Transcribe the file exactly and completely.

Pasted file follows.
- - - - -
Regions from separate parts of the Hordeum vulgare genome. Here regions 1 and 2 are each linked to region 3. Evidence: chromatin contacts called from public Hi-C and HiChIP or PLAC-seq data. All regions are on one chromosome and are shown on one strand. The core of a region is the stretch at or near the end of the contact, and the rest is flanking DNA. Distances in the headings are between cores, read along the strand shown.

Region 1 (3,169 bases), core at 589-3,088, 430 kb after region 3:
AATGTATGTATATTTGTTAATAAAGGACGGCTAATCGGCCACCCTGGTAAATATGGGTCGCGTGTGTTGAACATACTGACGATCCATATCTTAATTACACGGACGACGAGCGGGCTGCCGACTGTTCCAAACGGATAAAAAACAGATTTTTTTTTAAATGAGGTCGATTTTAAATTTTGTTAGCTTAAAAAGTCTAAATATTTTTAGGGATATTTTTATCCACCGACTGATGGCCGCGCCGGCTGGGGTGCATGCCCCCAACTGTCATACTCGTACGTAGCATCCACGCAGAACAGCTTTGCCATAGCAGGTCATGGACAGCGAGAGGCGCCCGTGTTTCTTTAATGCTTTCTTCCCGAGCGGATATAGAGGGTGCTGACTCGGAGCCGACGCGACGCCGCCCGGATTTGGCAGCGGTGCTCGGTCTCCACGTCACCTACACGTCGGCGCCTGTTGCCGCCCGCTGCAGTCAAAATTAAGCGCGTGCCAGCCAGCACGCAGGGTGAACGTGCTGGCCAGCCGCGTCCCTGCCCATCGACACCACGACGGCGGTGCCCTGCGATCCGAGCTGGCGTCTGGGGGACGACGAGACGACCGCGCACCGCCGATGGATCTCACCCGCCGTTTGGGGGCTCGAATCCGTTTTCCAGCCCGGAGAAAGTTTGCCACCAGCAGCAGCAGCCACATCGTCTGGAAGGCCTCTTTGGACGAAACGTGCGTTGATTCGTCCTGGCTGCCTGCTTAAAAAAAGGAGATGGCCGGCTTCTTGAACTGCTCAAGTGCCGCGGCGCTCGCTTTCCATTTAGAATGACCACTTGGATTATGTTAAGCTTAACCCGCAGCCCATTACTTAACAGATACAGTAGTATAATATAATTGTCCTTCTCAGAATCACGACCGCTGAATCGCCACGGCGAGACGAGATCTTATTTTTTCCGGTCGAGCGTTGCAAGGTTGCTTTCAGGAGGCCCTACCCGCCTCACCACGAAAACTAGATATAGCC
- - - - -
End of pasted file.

Regions from separate parts of the Hordeum vulgare genome. Here regions 1 and 2 are each linked to region 3. Evidence: chromatin contacts called from public Hi-C and HiChIP or PLAC-seq data. All regions are on one chromosome and are shown on one strand. The core of a region is the stretch at or near the end of the contact, and the rest is flanking DNA. Distances in the headings are between cores, read along the strand shown.

Region 1 (3,169 bases), core at 589-3,088, 430 kb after region 3:
AATGTATGTATATTTGTTAATAAAGGACGGCTAATCGGCCACCCTGGTAAATATGGGTCGCGTGTGTTGAACATACTGACGATCCATATCTTAATTACACGGACGACGAGCGGGCTGCCGACTGTTCCAAACGGATAAAAAACAGATTTTTTTTTAAATGAGGTCGATTTTAAATTTTGTTAGCTTAAAAAGTCTAAATATTTTTAGGGATATTTTTATCCACCGACTGATGGCCGCGCCGGCTGGGGTGCATGCCCCCAACTGTCATACTCGTACGTAGCATCCACGCAGAACAGCTTTGCCATAGCAGGTCATGGACAGCGAGAGGCGCCCGTGTTTCTTTAATGCTTTCTTCCCGAGCGGATATAGAGGGTGCTGACTCGGAGCCGACGCGACGCCGCCCGGATTTGGCAGCGGTGCTCGGTCTCCACGTCACCTACACGTCGGCGCCTGTTGCCGCCCGCTGCAGTCAAAATTAAGCGCGTGCCAGCCAGCACGCAGGGTGAACGTGCTGGCCAGCCGCGTCCCTGCCCATCGACACCACGACGGCGGTGCCCTGCGATCCGAGCTGGCGTCTGGGGGACGACGAGACGACCGCGCACCGCCGATGGATCTCACCCGCCGTTTGGGGGCTCGAATCCGTTTTCCAGCCCGGAGAAAGTTTGCCACCAGCAGCAGCAGCCACATCGTCTGGAAGGCCTCTTTGGACGAAACGTGCGTTGATTCGTCCTGGCTGCCTGCTTAAAAAAAGGAGATGGCCGGCTTCTTGAACTGCTCAAGTGCCGCGGCGCTCGCTTTCCATTTAGAATGACCACTTGGATTATGTTAAGCTTAACCCGCAGCCCATTACTTAACAGATACAGTAGTATAATATAATTGTCCTTCTCAGAATCACGACCGCTGAATCGCCACGGCGAGACGAGATCTTATTTTTTCCGGTCGAGCGTTGCAAGGTTGCTTTCAGGAGGCCCTACCCGCCTCACCACGAAAACTAGATATAGCC